Search Images Maps Play YouTube News Gmail Drive More »
Sign in
Screen reader users: click this link for accessible mode. Accessible mode has the same essential features but works better with your reader.

Patents

  1. Advanced Patent Search
Publication numberUS5730702 A
Publication typeGrant
Application numberUS 08/895,868
Publication dateMar 24, 1998
Filing dateJul 17, 1997
Priority dateJun 16, 1994
Fee statusLapsed
Publication number08895868, 895868, US 5730702 A, US 5730702A, US-A-5730702, US5730702 A, US5730702A
InventorsToshizumi Tanaka, Kazuhiro Yamanaka
Original AssigneeFuji Photo Optical Co., Ltd.
Export CitationBiBTeX, EndNote, RefMan
External Links: USPTO, USPTO Assignment, Espacenet
Endoscopic illumination light control
US 5730702 A
Abstract
An illumination light control for an endoscope having an illumination window side by side with an observation window at the distal end of a catheter-like flexible insertion rod member of the endoscope, along with a light guide extended through the insertion rod member down to the illumination window to irradiate a subject under observation through the observation window. A window blockage sensor is located within the illumination window to detect existence of an intracavitary wall or other blocking obstacles in abnormal nearness of the illumination window by way of light reflection from the blocking obstacle.
Images(6)
Previous page
Next page
Claims(5)
What is claimed is:
1. An endoscope comprising:
a flexible insertion rod member having a distal end;
an illumination window provided at the distal end of said insertion rod member;
a light source which generates illumination light;
a light guide passed through said insertion rod member for transmitting the illumination light from said light source to said illumination window to illuminate a subject to be observed by the endoscope; and
a window blockage sensor unit located inside of said illumination window to detect an existence of a blocking obstacle in front of said illumination window by way of light reflections from the blocking obstacle, said window blockage sensor unit comprising
a reflection light feedback fiber optics member having at least one fiber optics filament extended through said insertion rod member of the endoscope and having one end portion disposed within said illumination window, and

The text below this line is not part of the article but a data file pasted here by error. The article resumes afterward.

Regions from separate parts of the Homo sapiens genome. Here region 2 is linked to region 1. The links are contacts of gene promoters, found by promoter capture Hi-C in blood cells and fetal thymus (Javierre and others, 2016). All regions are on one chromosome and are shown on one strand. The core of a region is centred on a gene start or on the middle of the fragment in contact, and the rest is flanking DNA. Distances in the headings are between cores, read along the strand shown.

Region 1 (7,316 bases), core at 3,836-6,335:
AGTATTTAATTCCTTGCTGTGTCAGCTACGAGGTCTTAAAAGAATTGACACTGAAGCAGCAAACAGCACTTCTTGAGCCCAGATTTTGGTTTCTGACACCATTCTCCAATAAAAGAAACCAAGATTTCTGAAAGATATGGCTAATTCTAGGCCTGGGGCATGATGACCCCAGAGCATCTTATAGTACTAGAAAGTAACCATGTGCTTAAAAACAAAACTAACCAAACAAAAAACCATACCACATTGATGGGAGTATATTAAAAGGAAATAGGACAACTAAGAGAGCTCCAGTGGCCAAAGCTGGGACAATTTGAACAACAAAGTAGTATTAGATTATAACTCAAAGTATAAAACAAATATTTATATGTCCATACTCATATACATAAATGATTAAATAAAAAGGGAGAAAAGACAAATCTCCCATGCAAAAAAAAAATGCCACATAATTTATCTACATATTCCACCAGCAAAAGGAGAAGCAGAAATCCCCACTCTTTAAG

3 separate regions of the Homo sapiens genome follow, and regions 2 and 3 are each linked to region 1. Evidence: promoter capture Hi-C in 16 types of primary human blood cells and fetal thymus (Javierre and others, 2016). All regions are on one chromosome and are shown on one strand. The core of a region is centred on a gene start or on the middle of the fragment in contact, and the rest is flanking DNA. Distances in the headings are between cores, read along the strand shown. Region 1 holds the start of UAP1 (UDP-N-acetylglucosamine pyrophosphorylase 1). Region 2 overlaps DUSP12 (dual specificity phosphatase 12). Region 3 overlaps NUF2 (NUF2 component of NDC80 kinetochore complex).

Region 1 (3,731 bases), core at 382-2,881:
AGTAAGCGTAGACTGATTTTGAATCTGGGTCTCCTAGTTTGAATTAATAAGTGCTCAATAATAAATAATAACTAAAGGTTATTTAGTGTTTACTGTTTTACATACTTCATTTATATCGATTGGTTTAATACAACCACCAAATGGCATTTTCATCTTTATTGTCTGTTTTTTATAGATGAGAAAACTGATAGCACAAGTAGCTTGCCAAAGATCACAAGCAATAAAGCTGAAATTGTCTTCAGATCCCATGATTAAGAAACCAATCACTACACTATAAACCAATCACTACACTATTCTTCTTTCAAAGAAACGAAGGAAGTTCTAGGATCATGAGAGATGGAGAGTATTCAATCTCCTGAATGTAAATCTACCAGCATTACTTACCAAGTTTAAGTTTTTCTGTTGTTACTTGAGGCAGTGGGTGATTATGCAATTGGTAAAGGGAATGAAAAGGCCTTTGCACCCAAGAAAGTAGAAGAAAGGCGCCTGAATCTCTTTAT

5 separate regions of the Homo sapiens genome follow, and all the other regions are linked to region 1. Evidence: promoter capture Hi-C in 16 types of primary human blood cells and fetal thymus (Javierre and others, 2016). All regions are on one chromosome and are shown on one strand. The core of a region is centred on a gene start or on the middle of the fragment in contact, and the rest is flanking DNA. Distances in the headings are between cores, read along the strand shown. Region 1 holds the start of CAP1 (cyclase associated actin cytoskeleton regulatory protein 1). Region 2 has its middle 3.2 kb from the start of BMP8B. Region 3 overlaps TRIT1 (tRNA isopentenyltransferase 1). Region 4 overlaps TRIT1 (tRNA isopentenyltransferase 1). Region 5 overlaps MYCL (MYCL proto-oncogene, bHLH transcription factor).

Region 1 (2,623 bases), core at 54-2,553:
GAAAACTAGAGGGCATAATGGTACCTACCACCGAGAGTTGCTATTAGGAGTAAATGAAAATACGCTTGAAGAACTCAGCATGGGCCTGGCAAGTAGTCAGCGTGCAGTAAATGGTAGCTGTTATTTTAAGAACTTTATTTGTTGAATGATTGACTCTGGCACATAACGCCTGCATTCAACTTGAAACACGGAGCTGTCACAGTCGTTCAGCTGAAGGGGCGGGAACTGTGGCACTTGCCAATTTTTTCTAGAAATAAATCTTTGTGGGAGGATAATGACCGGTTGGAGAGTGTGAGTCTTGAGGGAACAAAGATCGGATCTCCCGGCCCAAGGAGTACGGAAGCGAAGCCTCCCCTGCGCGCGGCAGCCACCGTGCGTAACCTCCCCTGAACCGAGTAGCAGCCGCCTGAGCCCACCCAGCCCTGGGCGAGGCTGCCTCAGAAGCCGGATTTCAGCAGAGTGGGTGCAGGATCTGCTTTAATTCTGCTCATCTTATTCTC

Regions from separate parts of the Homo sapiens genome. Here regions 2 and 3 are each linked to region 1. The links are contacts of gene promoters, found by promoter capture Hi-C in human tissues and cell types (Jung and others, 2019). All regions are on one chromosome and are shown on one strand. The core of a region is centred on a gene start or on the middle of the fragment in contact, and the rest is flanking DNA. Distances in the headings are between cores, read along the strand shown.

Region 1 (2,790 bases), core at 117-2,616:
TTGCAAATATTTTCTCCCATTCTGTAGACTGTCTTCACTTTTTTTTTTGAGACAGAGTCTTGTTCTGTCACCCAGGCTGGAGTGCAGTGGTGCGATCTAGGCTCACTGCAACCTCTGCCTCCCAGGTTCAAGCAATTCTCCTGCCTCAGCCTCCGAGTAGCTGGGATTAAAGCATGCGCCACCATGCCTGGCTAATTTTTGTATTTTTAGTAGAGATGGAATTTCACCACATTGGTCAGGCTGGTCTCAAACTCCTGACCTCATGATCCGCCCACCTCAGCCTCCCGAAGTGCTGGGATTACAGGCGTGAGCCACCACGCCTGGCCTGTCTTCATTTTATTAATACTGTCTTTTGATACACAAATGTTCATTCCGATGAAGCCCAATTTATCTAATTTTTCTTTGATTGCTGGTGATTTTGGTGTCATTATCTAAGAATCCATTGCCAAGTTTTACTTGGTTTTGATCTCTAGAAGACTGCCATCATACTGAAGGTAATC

a light sensitive element located facing to the other end portion of said reflection light feedback fiber optics member to detect a blocked condition at said illumination window on the basis of a change of reflection light level received by said reflection light feedback fiber optics member.
2. An endoscope as defined in claim 1, wherein said reflection light feedback fiber optics member is arranged in said light guide.
3. An endoscope as defined in claim 2, wherein said reflection light feedback fiber optics member is enshrouded in a light shielding material.
4. An endoscope as defined in claim 2, wherein said at least one fiber optics filament is located at a center of said light guide.
5. An endoscope comprising:
a flexible insertion rod member;
an illumination window at a distal end of the insertion rod member;
a light guide passed through the insertion rod member for transmitting illumination light from a light source to the illumination window to illuminate a subject to be observed by the endoscope;
an illumination light control comprising a window blockage sensor unit to detect an existence of a blocking obstacle in front of the illumination window by way of light reflections from the blocking obstacle, an end of said window blockage sensor unit for receiving the light reflections being positioned in the illumination window; and
a controller to adjust an amount of light input to the light guide from the light source such that the blocking obstacle is not damaged by the illumination light when said window blockage sensor unit detects the existence of the blocking obstacle.
Description

This application is a Continuation of application Ser. No. 08/473,944, filed on Jun. 7, 1995, now abandoned.

BACKGROUND OF THE INVENTION

1. Field of the Art

This invention relates to endoscopic illumination light controls, and more particularly to an endoscopic illumination light control with a sensor means at an illumination window at the distal end of a catheter-like insertion rod of an endoscope to prevent the illumination window from being continuedly blocked by an intracavitary wall portion of similar obstacles during use of the endoscope.

2. Prior Art

FIG. 7 shows general arrangements of illumination and observation systems of a conventional electronic endoscope, in which indicated at 1 is an endoscope having a couple of illumination windows 2a and 2b (hereinafter referred to collectively as "illumination window 2" whenever the same description applies commonly to both) at the distal end of a flexible catheter-like insertion rod 1a side by side with an observation window 3.